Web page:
Message for Sunday, January 24, 2021 The Revs. Megan and David Collins
Over these past few months, the internet has brought us all kinds of new stories that have kept us engaged. We have heard heroic stories of people rising up to help one another. Stories have filled our news feed of how things are unfolding around the world. Yesterday was a day full of historic moments and speeches. But there is a specific kind of story that has come up a lot over the past ten months. And it really shows our level of maturity and wisdom as a people. These are the stories about people who went to the bathroom during a Zoom call . . . and forgot to turn off their camera. These stories are the ones we have all clicked through online to read. (Look how grown up and mature we have all become through this time). As silly as these stories are, there is actually an important lesson in them for us today. Because what we learn from these stories is this: Just when you think no one is watching you, they are.
Of course on a Zoom call this can be fixed with the click of a button, but in your life it’s not that simple. Someone in your life is watching you to see what you will do. Someone is looking at the choices you make and waiting to see how you will respond. You might think your decisions don’t impact someone else. Just when you think no one is watching you, they are. Your life is influencing someone else.
We are in a month-long focus on perseverance. A couple of weeks ago we talked about our cloud of witnesses. The cloud of witnesses are the ones who encourage you on your walk of faith. They are the people you look to to be inspired and encouraged. Today, let’s take another step. You are the “cloud of witnesses” for someone else. This means your persevere isn’t just about you. It’s also about the ones who are watching you. They aren’t just watching to see if you get to the finish line. They are watching to see how you get there.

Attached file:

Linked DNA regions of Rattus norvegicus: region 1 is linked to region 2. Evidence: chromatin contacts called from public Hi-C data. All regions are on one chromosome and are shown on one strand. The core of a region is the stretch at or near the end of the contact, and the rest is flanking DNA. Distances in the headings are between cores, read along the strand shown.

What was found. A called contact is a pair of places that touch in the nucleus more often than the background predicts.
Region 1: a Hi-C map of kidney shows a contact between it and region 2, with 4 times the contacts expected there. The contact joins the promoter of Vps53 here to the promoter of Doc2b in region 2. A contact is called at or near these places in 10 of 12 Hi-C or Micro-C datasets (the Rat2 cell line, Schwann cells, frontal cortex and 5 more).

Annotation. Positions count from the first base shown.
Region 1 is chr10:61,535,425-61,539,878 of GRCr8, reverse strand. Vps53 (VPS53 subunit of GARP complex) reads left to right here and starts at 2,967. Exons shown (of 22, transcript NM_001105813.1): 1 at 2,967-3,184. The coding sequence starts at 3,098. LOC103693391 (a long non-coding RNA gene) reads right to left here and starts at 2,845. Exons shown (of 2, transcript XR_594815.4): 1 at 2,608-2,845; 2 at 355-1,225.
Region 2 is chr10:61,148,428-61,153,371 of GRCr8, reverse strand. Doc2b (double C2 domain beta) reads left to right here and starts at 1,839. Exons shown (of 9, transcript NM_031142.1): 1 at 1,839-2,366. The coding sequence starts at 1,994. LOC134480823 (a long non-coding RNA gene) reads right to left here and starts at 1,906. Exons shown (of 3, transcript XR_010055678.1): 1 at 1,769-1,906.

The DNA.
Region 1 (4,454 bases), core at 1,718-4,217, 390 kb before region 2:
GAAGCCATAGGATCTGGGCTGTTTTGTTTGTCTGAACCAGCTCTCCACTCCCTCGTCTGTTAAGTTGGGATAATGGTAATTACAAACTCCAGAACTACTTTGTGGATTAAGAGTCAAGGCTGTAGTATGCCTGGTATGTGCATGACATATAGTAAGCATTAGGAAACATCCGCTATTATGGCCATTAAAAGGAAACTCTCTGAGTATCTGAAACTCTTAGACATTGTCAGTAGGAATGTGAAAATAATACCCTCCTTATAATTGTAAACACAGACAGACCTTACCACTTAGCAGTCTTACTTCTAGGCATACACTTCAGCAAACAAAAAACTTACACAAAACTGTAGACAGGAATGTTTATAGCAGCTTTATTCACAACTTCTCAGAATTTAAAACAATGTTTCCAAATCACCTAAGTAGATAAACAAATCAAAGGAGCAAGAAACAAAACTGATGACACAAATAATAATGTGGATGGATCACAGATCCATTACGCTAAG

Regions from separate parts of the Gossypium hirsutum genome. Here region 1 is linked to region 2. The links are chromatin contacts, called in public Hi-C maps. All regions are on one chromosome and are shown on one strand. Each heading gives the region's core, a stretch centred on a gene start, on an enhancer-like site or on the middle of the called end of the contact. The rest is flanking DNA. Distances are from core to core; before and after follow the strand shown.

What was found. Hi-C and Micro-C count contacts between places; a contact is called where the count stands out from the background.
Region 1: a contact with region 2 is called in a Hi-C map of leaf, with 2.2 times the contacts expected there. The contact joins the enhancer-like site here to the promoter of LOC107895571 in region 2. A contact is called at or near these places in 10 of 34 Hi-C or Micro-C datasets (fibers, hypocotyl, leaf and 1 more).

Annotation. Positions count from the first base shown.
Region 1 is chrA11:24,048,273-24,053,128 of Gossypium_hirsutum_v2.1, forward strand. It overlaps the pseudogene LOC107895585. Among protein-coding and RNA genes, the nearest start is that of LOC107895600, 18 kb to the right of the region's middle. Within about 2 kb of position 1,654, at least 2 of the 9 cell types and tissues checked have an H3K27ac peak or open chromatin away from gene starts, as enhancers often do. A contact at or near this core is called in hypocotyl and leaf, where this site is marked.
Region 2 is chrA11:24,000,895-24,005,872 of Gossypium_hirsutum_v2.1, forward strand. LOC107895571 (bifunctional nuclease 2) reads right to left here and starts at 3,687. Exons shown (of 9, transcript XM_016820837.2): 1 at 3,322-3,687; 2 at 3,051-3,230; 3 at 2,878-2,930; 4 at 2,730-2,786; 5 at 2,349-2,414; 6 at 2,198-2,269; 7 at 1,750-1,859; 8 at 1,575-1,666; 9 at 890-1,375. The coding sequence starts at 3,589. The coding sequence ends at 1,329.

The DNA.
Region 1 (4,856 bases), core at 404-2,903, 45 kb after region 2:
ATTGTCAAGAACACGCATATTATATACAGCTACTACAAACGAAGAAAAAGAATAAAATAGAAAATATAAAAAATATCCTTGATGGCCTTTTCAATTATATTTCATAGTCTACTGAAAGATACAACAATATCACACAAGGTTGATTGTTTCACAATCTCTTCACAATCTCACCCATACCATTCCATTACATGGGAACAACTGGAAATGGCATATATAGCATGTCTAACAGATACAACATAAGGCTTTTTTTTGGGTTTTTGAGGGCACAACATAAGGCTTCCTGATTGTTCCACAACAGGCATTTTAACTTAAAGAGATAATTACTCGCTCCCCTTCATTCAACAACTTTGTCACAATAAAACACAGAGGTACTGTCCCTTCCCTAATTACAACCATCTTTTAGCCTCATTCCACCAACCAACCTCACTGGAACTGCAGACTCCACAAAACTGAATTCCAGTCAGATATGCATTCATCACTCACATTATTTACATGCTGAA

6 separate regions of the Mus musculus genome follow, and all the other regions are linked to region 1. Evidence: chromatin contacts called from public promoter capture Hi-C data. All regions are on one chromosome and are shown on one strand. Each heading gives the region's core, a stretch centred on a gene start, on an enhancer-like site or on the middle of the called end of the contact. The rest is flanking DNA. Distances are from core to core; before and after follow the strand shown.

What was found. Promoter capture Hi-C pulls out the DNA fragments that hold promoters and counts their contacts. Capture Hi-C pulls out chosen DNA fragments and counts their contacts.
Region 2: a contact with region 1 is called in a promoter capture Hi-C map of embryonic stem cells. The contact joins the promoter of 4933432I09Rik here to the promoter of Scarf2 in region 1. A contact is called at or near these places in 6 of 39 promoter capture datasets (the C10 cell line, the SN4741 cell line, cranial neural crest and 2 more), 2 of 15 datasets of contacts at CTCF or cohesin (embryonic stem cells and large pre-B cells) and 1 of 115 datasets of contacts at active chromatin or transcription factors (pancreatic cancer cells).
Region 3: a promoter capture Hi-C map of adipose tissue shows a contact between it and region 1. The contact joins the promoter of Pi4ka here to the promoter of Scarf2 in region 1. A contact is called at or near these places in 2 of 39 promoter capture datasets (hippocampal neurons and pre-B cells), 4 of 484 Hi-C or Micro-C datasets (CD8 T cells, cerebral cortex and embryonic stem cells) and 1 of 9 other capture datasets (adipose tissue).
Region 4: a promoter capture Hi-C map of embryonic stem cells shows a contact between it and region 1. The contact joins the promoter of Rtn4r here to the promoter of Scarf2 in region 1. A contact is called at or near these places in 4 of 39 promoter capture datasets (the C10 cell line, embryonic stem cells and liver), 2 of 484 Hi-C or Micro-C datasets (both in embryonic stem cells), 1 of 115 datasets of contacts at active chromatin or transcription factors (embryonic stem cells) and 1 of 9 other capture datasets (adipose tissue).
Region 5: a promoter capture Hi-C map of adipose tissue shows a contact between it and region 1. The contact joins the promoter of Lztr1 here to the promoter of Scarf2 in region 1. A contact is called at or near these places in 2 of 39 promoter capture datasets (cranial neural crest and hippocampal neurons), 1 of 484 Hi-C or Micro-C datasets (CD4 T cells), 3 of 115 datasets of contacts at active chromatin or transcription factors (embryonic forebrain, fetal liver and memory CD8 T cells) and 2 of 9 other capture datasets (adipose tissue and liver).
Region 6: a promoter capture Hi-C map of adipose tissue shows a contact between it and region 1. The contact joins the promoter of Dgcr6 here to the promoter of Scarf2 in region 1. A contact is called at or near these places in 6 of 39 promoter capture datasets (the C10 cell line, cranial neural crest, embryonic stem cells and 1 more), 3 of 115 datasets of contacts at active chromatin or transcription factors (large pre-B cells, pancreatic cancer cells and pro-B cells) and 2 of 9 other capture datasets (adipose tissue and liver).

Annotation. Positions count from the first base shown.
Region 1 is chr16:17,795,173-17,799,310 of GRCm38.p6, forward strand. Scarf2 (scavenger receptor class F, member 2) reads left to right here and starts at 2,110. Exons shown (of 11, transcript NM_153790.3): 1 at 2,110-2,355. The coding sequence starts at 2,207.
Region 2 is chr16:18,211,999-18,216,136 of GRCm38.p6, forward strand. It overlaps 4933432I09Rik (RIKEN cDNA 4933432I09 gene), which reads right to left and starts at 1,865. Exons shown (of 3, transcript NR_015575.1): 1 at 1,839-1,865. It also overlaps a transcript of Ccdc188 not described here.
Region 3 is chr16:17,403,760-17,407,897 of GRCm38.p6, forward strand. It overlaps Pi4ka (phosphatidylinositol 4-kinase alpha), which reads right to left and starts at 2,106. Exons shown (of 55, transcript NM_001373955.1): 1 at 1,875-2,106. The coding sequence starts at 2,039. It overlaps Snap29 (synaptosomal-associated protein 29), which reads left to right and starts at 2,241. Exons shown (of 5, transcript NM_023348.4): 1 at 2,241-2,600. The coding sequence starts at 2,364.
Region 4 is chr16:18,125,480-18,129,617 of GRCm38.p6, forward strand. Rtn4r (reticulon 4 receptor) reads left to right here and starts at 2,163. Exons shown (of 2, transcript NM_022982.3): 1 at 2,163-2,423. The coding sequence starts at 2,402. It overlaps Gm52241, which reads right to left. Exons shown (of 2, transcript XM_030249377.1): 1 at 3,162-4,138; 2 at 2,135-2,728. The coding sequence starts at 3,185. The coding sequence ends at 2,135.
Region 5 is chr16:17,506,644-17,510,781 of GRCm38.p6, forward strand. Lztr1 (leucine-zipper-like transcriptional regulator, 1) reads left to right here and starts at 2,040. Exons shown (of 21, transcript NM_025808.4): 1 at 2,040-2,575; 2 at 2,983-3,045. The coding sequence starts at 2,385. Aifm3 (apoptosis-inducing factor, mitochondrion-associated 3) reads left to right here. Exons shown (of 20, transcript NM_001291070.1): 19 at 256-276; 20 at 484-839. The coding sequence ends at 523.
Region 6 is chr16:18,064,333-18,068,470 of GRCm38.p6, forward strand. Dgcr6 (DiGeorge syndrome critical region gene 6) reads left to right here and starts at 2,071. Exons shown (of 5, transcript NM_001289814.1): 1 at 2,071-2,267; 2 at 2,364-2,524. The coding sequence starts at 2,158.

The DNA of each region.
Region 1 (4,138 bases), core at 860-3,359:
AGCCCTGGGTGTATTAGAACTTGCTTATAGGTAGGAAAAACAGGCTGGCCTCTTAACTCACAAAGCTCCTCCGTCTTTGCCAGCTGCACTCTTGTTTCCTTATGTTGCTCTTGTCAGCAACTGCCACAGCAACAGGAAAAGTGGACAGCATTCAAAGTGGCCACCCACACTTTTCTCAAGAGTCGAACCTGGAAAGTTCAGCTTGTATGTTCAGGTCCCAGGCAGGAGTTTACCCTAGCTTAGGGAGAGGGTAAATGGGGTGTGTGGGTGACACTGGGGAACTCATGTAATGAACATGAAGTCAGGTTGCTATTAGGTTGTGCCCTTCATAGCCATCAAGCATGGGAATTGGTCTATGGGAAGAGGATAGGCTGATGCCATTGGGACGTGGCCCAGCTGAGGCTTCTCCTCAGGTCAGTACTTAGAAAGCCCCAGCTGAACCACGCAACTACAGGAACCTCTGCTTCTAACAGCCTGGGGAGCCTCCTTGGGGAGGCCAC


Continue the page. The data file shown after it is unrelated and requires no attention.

The way you get through things matters, a lot.
With that in mind let’s take a look at a passage from 2 Timothy chapter 4, versus 1- 8. As we read, I’d like you to imagine something with us. Imagine that we are one team gathered into a locker room, halfway through a brutal game. We are exhausted. Sweat is running down our foreheads. But there is a glimmer of hope that we can get through this game if we work together. The Apostle Paul pulls us into a huddle for a pep talk before we go back out on the field.
“In the presence of God and of Christ Jesus, who is to judge the living and the dead, and in view of his appearing and his kingdom, I solemnly urge you: proclaim the message; be persistent whether the time is favorable or unfavorable; convince, rebuke, and encourage, with the utmost patience in teaching. For the time is coming when people will not put up with sound doctrine, but having itching ears, they will accumulate for themselves teachers to suit their own desires, and will turn away from listening to the truth and wander away to myths. As for you, always be sober, endure suffering, do the work of an evangelist, carry out your ministry fully."